Immigration fury

Free Europe in shackles

Print edition : January 24, 2014

The Sculeni border crossing point from Romania to the Republic of Moldova. Britain is gripped by fresh fears that a new wave of immigrant workers will arrive after restrictions on Bulgarian and Romanian nationals are lifted on January 1. The government has rushed through legislation restricting E.U. migrants from claiming unemployment handouts. Photo: AFP

British Home Secretary Theresa May, who has spoken out in favour of curbing immigration. Photo: AP

British Deputy Prime Minister Nick Clegg has said the proposed policy would spell disaster for British businesses. Photo: Sang Tan/AP

Marine Le Pen, president of the Far Right party Front National, which is gaining ground in France. Photo: PIERRE ANDRIEU/AFP

A leaked British government proposal to cap immigration from E.U. member-states has provoked fury across Europe, with the U.K.’s allies accusing it of betraying the E.U. charter.

FOR THE ORDINARY EUROPEAN, ASPIRING for better job prospects or looking for a foreign holiday on a tight budget, the biggest joy of being a European Union citizen is the right to free movement within Europe.

A Pole or a Hungarian does not need a visa or a work permit to settle in Paris or London, just as a French or British national is free to settle and work in Warsaw or Budapest, though, understandably, the traffic is to a large extent one-sided.

This is the fundamental principle of the Treaty on the Functioning of the European Union and has been rightly hailed as one of the most positive expressions of the European spirit of post-Cold War reconciliation and solidarity consistent with the demands of globalisation.

But the good days may be about to end as the affluent “big boys” of northern Europe are beginning to have second thoughts about maintaining an open-door policy which, they say, has seen them “swamped” by migrants from poorer member-states of southern and eastern Europe. This, they argue, has put “intolerable’’ pressure on public services and a welfare system already reeling from the effects of the global economic crisis.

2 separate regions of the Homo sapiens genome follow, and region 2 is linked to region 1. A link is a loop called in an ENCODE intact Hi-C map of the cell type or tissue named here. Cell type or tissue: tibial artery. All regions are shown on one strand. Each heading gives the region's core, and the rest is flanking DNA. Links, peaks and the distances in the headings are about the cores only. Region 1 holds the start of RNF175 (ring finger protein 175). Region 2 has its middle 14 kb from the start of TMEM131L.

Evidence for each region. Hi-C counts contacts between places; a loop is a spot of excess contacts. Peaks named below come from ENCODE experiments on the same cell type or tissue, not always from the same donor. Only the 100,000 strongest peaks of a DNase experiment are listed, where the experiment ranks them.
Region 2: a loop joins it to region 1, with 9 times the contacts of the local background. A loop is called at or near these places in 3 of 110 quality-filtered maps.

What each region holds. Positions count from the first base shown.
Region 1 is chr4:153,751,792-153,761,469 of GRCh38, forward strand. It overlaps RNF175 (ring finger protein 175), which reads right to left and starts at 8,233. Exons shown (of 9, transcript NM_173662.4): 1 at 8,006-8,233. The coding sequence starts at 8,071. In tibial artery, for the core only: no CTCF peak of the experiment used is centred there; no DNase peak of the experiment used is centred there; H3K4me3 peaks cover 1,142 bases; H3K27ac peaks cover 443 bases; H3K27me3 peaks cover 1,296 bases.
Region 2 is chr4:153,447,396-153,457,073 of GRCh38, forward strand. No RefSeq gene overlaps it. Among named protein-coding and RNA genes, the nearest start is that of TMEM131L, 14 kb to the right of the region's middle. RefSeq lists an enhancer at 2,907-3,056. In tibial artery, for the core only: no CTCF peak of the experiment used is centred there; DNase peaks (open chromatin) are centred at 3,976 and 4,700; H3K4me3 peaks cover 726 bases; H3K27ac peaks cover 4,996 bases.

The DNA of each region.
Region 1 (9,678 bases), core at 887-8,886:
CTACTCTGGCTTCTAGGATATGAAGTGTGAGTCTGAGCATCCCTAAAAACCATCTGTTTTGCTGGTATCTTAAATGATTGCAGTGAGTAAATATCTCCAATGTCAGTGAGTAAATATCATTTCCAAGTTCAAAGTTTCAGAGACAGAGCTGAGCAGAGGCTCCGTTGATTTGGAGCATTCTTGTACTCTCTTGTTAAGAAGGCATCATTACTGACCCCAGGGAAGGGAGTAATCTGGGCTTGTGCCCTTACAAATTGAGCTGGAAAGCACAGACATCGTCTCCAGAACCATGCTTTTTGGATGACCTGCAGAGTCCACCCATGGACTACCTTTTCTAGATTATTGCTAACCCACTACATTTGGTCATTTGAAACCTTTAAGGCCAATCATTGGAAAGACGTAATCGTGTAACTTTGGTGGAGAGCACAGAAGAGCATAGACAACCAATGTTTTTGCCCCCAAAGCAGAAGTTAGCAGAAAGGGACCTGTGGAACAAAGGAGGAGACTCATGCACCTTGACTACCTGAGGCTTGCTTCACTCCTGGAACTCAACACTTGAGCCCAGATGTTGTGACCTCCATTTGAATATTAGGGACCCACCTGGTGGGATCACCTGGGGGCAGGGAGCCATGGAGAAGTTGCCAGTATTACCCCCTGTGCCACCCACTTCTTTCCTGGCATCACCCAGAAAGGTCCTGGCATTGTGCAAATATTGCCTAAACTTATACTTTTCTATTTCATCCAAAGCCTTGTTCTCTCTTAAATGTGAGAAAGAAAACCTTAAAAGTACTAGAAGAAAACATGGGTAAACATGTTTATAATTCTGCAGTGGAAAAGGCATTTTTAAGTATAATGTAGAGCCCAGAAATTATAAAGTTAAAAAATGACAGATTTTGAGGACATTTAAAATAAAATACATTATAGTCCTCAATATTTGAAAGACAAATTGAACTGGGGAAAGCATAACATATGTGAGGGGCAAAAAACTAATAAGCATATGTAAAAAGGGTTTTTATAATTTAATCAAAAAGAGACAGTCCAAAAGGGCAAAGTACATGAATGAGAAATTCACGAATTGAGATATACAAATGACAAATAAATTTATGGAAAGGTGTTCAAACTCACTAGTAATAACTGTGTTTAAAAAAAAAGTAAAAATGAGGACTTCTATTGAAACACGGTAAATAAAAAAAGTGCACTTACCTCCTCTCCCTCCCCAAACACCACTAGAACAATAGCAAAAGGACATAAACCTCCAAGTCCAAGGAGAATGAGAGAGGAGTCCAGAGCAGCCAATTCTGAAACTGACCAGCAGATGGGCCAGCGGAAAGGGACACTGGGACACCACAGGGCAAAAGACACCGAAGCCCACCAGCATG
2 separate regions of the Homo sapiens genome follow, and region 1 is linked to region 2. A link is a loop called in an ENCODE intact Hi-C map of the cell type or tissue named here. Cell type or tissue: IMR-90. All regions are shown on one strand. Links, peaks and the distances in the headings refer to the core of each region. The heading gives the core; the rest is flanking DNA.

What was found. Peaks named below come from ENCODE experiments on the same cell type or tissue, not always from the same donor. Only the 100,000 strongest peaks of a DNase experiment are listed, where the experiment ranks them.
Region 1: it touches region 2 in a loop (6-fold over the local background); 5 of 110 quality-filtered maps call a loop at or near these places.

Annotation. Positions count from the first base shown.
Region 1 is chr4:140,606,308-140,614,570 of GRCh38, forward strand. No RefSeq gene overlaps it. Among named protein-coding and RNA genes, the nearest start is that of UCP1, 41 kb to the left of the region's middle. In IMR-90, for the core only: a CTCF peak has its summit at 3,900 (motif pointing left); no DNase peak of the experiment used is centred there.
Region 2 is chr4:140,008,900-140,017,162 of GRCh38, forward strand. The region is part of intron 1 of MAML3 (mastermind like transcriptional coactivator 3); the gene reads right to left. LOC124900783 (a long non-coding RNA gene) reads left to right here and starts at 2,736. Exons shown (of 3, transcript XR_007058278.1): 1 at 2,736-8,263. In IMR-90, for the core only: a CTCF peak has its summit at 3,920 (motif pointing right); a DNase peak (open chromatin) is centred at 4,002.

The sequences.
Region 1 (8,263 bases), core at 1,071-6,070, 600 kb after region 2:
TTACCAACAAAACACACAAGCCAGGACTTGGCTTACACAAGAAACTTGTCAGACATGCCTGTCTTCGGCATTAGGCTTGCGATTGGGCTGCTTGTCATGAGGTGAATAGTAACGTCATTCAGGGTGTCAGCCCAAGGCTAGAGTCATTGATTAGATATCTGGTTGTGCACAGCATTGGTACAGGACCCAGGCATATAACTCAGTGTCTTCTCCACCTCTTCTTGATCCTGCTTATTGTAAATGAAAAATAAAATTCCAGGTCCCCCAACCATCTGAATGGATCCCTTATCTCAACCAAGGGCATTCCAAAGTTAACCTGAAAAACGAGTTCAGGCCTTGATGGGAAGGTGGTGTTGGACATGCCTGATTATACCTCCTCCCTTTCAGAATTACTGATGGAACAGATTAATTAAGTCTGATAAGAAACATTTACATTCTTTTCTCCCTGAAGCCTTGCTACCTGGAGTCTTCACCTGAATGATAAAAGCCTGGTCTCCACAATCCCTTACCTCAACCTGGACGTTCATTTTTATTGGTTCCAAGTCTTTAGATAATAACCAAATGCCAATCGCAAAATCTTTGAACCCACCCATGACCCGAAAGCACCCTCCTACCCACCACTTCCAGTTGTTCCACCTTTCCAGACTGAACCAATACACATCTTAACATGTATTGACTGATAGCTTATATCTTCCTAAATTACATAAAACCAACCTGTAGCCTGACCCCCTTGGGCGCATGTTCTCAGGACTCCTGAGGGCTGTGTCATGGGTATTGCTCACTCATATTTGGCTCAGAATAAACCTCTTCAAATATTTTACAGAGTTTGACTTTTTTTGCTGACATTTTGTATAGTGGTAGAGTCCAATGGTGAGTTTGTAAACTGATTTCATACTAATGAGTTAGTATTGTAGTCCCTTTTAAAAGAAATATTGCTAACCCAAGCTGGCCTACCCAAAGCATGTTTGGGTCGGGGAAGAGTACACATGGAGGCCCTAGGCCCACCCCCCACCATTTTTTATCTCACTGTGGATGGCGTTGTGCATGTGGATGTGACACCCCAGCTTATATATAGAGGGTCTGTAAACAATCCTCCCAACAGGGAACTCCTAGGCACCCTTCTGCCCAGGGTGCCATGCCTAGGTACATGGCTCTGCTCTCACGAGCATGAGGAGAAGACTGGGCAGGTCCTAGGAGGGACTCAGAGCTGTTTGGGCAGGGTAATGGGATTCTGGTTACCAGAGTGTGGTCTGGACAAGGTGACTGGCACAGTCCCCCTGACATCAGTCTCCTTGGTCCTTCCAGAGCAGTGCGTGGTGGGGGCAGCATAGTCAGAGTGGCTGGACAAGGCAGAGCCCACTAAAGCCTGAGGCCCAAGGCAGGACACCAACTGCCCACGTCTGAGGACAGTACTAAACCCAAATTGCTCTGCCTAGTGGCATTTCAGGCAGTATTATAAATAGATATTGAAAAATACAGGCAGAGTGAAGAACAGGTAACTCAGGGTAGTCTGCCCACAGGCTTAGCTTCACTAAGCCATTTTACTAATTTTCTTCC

Britain was the first off the blocks to oppose the continuation of the current policy as it faced the prospect of a fresh wave of immigration with the lifting of restrictions on the right of Romanians and Bulgarians to settle and work in the United Kingdom. In fact, it has gone beyond clamping down only on immigrants from new E.U. members and is reportedly planning an annual cap on migration even from older member-states across the E.U., including richer countries such as Germany, Holland and Austria.

According to a leaked Home Office report published by The Sunday Times, the government wants migration from across the E.U. to be capped at 75,000 a year in keeping with the ruling Tory party’s election promise to its hard-core anti-immigrant voters to bring down annual net migration from hundreds of thousands to “tens of thousands”.

Other proposals reportedly include restrictions on E.U. immigrants in claiming benefits; job reservations for British citizens; and further restrictions on labour movement from poorer E.U. countries until their gross domestic product (GDP) is 75 per cent of Britain’s.

The move follows a failed attempt to achieve this by cracking down on migrants from non-E.U. countries, especially the Indian subcontinent. With general elections looming and immigration high on the voters’ agenda (it is among the top three main concerns of most Britons along with the economy and public services), the ruling party is under pressure to come up with a vote-catching plan.

The proposal has provoked fury across Europe, with Britain’s allies accusing it of betraying the E.U. charter. Senior E.U. figures have suggested that Britain should leave the Union or renegotiate the terms of its membership under the Treaty of Rome if it decides to implement the leaked plan.

There has also been widespread criticism at home, exposing deep divisions at the heart of the government. The Tories’ coalition partners, the Liberal Democrats, have warned against attempts to “pull up the drawbridge’’ and turn the country into “Fortress Britain’’. Deputy Prime Minister Nick Clegg, a Liberal Democrat, said such a policy would be “illegal’’ and a “disaster’’ for British businesses, besides being in breach of the E.U.’s terms of membership.